TOWNSEND-- The Townsend VFW is playing host to the Silver Wolf Entertainment's "Musical Christmas and Buffet Dinner." The fundraising event will this Saturday from 6 to 10 p.m. Proceeds will go towards the foundation's mission of providing aid for local musicians and entertainers. Tickets are $10 per person or $15 per couple and are being sold in advance and at the door. Local restaurants will be providing for the buffet. Several local musicians will be performing holiday music, including a Johnny Mathis impressionist.

"We have a lot of talent coming in, some new and some have been along with Silver Wolf for a little while," said co-founder and Townsend resident Tubby Boucher. "It will be fun; there will be games, music, a raffle, dancing."

Silver Wolf Entertainment serves a dual purpose: First and foremost, their goal is to aid local entertainers in any way necessary, whether it is providing a place to perform, money to help produce a CD or new musical equipment. Second, they hope to help local businesses by booking unfilled venues for entertainers to perform and drawing in more patrons. The long-standing goal is to boost the local economy.

"We want to keep it as local as possible," said Boucher.

The seed for the foundation was planted a couple of years ago when Boucher met Groton resident Neil Colicchio at what is now the Gourmet Donut in Townsend. The two men bonded over a mutual love of music and an urge to support the local community.


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Each had his own show on local public access television and the duo decided to team up on a joint effort, a show called "Our Neighborhood." The show acted as a round-table discussion of topics of community interest. It was through this show that the men caught wind of local issues that resounded with them.

"One thing we heard a lot about was how business was hurting," said Colicchio. The other main issue that struck a chord, he said, was "(Local) entertainers who can't get employment or are having financial problems." Initially, the men toyed with the idea of beginning a scholarship for local musicians, but an issue arose.

"We were concerned that a scholarship would help just one person, and we knew so many (entertainers) who needed help. Some weren't even in school," said Colicchio.

Thus, Silver Wolf Entertainment was founded. As well as providing for causes that both men felt passionately about, creating their own foundation had additional perks. First it increased entertainment options within the local community.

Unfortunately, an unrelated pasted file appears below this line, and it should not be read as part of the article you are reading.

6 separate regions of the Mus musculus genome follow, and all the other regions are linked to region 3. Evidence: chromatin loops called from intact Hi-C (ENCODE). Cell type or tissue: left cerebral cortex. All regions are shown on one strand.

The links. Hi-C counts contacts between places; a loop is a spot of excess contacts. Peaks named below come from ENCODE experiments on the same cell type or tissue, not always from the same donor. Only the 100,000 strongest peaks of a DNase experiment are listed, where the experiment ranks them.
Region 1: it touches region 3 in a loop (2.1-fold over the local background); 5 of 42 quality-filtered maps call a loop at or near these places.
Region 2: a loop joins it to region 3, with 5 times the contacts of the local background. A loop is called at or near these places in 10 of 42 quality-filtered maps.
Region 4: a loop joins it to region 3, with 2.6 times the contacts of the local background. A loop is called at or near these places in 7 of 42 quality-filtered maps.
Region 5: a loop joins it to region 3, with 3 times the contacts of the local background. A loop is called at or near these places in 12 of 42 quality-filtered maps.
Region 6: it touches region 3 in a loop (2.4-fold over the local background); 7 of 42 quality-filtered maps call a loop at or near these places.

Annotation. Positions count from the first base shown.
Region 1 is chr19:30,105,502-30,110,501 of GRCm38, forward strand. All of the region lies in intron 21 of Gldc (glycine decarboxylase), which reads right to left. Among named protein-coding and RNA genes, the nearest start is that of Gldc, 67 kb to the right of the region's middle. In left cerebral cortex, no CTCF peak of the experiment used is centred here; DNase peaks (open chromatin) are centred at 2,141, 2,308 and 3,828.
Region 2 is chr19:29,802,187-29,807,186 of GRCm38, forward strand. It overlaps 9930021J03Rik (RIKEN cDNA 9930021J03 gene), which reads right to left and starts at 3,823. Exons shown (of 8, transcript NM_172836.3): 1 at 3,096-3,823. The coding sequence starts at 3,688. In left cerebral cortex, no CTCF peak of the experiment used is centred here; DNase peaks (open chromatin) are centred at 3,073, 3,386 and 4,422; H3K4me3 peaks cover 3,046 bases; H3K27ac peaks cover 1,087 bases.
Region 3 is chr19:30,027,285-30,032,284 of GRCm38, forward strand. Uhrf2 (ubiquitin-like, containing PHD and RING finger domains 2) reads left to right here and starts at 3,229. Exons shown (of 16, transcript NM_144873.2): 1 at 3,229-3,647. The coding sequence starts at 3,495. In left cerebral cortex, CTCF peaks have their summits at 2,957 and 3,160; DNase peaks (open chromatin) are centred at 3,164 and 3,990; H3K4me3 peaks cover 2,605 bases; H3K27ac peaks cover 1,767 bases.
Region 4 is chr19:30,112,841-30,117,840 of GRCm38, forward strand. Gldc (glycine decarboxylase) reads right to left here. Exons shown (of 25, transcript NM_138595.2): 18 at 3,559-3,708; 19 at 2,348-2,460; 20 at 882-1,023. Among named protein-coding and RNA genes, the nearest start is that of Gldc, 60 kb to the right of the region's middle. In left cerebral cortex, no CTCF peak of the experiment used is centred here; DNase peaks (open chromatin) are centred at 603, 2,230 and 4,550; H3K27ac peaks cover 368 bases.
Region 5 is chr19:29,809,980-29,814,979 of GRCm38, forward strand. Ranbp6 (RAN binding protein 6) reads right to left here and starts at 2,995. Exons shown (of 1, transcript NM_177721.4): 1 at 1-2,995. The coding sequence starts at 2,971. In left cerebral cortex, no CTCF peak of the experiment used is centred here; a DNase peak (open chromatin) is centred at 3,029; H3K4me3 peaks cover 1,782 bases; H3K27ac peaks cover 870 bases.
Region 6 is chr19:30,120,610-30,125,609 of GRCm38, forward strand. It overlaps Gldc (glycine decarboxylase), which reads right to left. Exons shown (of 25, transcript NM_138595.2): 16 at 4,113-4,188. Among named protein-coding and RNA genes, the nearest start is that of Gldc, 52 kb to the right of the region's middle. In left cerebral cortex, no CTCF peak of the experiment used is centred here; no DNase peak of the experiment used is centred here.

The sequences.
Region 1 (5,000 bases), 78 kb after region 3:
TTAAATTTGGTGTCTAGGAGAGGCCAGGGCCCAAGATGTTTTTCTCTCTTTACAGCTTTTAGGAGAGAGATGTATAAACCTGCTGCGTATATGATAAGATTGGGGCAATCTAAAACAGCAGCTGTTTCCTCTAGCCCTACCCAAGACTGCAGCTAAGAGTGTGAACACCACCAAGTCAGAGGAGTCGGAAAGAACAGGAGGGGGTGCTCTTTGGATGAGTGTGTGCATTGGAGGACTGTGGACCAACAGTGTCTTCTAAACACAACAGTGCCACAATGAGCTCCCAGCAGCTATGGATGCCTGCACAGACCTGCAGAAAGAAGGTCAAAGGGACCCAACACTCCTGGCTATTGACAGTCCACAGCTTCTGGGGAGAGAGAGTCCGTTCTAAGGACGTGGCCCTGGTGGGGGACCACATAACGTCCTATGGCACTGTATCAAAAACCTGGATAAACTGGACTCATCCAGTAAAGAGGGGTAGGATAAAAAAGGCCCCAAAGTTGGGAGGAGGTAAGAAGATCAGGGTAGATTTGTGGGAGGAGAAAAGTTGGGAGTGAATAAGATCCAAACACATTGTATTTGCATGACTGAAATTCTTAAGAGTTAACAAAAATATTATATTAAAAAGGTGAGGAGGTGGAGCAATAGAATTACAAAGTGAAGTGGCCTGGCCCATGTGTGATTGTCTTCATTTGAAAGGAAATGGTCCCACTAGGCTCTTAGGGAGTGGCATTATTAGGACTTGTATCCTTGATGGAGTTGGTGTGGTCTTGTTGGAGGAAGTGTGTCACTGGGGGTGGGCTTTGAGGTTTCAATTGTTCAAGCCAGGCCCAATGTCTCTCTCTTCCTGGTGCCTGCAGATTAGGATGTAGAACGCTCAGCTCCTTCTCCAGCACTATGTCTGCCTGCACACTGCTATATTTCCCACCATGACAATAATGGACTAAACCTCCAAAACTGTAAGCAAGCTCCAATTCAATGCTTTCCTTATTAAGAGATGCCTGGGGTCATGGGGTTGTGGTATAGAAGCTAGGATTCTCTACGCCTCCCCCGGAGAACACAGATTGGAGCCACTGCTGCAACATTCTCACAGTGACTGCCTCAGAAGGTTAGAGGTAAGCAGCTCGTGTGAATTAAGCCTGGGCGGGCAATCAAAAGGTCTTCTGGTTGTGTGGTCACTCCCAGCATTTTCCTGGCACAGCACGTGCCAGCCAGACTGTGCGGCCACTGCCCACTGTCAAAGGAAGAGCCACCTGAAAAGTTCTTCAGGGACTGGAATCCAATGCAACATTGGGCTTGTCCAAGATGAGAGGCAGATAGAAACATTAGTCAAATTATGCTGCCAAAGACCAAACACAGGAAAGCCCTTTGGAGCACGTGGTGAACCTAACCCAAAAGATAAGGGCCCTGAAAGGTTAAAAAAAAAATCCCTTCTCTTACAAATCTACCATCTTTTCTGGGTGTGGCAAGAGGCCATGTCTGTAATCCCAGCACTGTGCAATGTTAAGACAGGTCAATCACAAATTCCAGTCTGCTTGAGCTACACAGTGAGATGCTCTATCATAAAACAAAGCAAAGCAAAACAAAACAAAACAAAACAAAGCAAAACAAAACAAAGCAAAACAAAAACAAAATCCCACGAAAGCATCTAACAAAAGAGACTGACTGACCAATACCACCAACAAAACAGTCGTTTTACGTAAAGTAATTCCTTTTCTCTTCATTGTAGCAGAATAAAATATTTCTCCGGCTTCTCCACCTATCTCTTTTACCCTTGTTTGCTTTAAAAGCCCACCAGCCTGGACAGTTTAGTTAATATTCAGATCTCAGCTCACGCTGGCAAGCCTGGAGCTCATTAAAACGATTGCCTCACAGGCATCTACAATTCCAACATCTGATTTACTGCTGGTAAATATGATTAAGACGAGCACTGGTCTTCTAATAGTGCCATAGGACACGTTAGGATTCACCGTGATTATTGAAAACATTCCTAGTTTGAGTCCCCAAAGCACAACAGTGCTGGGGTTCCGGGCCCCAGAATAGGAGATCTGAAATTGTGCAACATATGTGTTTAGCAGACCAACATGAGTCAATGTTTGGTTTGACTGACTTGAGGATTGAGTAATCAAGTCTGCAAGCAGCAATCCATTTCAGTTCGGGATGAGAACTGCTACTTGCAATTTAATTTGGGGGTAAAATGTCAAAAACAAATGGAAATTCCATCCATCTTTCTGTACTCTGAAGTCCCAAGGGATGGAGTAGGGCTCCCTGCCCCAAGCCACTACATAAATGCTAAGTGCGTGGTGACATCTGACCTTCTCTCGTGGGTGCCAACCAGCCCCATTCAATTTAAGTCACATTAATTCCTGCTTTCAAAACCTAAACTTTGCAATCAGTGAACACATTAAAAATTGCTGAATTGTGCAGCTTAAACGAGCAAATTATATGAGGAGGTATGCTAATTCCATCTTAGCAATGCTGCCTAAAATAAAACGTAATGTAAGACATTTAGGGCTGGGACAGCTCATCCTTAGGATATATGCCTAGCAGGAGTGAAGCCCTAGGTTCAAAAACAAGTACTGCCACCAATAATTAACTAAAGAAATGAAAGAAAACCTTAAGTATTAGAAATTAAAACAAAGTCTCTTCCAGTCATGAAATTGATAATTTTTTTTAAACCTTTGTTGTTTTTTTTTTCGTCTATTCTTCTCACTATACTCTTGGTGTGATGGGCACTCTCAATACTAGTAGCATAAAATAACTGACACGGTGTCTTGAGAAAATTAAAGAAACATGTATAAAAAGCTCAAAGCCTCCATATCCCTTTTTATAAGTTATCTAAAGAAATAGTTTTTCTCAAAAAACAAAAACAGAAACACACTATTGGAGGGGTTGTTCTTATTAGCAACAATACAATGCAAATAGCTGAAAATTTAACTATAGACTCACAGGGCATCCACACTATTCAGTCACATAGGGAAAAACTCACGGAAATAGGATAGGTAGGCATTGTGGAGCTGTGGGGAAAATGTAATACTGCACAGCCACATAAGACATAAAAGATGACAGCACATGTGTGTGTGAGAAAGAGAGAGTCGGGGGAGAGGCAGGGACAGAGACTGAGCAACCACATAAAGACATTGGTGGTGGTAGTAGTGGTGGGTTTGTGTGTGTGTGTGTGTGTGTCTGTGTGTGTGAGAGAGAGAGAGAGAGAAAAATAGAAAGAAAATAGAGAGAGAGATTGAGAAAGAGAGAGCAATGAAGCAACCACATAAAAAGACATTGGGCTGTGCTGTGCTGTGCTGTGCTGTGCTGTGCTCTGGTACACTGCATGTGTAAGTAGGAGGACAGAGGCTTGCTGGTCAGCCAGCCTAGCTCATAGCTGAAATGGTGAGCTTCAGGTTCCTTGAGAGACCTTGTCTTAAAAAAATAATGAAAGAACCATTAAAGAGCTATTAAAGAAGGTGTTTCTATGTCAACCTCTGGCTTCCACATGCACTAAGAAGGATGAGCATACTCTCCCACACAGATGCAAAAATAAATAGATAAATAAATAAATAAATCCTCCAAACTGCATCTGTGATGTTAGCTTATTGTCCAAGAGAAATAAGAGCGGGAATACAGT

"One thing I heard from both of my sons (when we moved here) was that there is not much to do," said Colicchio.

The other benefit, both for the founders as well as the donators, is to know where donations are going.

"We will be able to tell the community this person was able to benefit from what we did," said Colicchio.

Even in cases where the recipient wanted to be kept anonymous, donators would know they would have helped someone in the local community. Colicchio and Boucher, who had participated in a Make-a-Wish Foundation fundraiser, said that with other fundraisers, that isn't always the case.

"You can't see that face," said Colicchio.

As of right now, Silver Wolf Entertainment is still in the process of becoming a non-profit organization. When that happens, said the founders, there will likely be a formal application process to be able to receive aid. In the interim, they are setting up a trust fund for the donations and are helping out where they hear that it is needed.

There is one rule to being a recipient: You have to agree to perform at a nursing home, a rehab or an assisted living facility.

"The most pleasurable thing in the world is either laugher or a smile. These are the most appreciative people in the world," said Colicchio. "If you can't give back, it's really not worth doing the whole thing."

Silver Wolf Entertainment plans to have several other fundraisers and community events in the future; the founders have brainstormed ideas ranging from family hockey games to New Year's Eve celebrations. Regardless, there will always be live entertainment included. Colicchio and Boucher hope use the events to introduce residents to hidden treasures within their community.

"It would bring the community in on what is really out there that is not being told," said Colicchio.